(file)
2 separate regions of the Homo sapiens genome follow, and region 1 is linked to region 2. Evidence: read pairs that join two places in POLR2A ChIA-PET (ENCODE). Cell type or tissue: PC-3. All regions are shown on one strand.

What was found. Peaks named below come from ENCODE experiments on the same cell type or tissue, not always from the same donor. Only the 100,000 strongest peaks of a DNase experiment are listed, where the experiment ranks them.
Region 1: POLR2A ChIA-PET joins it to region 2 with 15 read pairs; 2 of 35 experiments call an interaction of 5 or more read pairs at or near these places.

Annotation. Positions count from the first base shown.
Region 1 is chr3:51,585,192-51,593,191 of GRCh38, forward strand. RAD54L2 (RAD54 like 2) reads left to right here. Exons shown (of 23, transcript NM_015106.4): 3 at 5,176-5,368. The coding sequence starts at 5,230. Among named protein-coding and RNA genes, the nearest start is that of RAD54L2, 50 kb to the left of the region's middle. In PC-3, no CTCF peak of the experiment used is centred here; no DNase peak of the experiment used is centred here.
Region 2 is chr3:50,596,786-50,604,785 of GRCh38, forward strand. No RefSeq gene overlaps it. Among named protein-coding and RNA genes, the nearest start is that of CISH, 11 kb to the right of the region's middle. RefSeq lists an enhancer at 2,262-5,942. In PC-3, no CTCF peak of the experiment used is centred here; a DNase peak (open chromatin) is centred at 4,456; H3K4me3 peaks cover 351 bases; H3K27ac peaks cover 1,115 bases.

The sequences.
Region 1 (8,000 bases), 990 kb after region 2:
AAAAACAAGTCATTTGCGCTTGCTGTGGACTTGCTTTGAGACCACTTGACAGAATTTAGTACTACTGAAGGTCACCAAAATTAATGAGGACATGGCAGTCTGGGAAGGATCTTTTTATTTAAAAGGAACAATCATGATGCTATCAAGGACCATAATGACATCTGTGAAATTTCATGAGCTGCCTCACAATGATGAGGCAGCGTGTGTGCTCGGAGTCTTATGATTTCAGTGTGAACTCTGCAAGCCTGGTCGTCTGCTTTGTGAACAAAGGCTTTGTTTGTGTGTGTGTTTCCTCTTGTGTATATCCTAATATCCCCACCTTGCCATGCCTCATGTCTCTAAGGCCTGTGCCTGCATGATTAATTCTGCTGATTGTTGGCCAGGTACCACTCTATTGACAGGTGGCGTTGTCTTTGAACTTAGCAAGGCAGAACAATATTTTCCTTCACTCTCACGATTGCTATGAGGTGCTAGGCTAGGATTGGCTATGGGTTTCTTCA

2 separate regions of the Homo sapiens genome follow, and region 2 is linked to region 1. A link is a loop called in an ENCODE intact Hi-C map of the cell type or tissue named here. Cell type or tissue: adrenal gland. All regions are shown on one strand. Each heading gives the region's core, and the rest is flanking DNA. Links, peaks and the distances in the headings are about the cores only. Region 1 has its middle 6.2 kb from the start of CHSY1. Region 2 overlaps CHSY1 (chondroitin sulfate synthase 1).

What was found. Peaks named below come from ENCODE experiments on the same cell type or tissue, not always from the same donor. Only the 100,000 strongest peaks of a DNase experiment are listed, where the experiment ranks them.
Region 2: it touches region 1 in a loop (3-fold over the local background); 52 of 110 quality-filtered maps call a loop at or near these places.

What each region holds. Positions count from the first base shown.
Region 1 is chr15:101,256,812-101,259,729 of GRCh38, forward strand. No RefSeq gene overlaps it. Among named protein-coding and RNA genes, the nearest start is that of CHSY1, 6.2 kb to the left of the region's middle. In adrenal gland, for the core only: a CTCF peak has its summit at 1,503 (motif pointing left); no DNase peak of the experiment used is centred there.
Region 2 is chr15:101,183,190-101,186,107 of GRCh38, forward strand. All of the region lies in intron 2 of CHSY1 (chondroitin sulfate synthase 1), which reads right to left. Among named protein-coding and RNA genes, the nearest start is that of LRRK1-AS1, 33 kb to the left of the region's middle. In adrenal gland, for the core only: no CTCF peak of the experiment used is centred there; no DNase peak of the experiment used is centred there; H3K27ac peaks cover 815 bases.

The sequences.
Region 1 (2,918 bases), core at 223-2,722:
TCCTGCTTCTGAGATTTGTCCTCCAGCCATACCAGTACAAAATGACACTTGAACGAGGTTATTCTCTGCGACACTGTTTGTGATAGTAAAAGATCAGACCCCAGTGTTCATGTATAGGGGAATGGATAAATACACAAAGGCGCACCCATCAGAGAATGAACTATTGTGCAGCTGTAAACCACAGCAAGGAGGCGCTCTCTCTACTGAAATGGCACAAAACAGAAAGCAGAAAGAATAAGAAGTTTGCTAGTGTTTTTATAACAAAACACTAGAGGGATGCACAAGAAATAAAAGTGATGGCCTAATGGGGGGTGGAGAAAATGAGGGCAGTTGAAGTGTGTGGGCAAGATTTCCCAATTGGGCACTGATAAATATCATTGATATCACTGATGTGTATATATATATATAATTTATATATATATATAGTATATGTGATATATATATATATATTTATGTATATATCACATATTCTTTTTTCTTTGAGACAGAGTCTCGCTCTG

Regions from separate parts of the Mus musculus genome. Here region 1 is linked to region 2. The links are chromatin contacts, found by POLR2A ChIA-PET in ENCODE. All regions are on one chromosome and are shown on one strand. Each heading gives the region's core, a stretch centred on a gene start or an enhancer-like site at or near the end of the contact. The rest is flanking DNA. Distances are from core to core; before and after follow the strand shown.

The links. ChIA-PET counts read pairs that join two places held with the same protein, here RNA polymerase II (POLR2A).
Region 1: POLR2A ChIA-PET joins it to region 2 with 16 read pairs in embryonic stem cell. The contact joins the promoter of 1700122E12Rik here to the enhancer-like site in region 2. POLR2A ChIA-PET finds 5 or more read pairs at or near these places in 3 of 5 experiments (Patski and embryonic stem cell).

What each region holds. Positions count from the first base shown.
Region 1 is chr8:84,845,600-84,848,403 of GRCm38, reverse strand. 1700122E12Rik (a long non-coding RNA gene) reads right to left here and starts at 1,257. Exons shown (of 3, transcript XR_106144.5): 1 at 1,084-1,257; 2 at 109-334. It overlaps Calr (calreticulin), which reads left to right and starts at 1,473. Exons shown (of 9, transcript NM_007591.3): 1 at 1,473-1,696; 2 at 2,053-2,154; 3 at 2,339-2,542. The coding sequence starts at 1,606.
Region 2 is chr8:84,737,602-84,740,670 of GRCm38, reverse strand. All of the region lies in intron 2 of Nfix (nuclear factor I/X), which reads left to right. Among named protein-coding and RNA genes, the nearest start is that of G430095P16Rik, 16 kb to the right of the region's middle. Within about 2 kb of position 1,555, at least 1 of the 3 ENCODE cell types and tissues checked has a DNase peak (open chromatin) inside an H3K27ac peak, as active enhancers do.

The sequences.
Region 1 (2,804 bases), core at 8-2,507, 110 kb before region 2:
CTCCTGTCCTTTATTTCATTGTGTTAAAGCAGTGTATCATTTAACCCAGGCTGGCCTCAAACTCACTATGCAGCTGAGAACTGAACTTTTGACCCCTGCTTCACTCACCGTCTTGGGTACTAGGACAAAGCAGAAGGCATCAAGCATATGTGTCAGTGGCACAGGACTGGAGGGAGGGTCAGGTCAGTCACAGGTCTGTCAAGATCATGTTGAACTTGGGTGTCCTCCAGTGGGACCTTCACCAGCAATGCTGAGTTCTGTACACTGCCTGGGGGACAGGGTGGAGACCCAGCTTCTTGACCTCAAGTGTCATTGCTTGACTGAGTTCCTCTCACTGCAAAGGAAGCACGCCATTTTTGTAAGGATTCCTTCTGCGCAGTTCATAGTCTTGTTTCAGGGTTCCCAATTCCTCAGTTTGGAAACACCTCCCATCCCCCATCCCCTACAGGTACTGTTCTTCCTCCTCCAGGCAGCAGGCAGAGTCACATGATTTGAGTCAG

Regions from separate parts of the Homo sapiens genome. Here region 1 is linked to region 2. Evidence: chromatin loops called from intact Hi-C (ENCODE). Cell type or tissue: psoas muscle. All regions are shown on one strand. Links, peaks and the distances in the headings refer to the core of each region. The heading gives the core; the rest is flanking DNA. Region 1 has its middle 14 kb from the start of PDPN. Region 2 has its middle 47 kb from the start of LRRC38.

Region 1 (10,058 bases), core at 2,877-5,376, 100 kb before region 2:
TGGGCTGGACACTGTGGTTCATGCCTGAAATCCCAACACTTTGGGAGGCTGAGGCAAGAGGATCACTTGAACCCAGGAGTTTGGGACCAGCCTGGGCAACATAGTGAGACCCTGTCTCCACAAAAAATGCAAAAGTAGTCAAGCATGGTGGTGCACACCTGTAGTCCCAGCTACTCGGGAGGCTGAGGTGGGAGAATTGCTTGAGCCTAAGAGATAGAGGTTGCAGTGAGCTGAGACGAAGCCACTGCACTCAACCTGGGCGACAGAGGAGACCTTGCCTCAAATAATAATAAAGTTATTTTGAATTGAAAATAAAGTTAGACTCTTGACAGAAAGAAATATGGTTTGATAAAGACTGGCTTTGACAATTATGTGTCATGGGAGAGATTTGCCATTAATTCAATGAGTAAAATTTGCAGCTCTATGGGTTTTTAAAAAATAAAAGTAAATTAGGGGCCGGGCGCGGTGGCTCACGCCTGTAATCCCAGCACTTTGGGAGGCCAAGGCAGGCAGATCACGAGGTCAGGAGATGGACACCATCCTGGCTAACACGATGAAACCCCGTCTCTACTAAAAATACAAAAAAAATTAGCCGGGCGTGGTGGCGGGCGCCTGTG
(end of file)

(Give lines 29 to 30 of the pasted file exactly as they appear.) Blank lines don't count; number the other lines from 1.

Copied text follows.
Region 1 (10,058 bases), core at 2,877-5,376, 100 kb before region 2:
TGGGCTGGACACTGTGGTTCATGCCTGAAATCCCAACACTTTGGGAGGCTGAGGCAAGAGGATCACTTGAACCCAGGAGTTTGGGACCAGCCTGGGCAACATAGTGAGACCCTGTCTCCACAAAAAATGCAAAAGTAGTCAAGCATGGTGGTGCACACCTGTAGTCCCAGCTACTCGGGAGGCTGAGGTGGGAGAATTGCTTGAGCCTAAGAGATAGAGGTTGCAGTGAGCTGAGACGAAGCCACTGCACTCAACCTGGGCGACAGAGGAGACCTTGCCTCAAATAATAATAAAGTTATTTTGAATTGAAAATAAAGTTAGACTCTTGACAGAAAGAAATATGGTTTGATAAAGACTGGCTTTGACAATTATGTGTCATGGGAGAGATTTGCCATTAATTCAATGAGTAAAATTTGCAGCTCTATGGGTTTTTAAAAAATAAAAGTAAATTAGGGGCCGGGCGCGGTGGCTCACGCCTGTAATCCCAGCACTTTGGGAGGCCAAGGCAGGCAGATCACGAGGTCAGGAGATGGACACCATCCTGGCTAACACGATGAAACCCCGTCTCTACTAAAAATACAAAAAAAATTAGCCGGGCGTGGTGGCGGGCGCCTGTG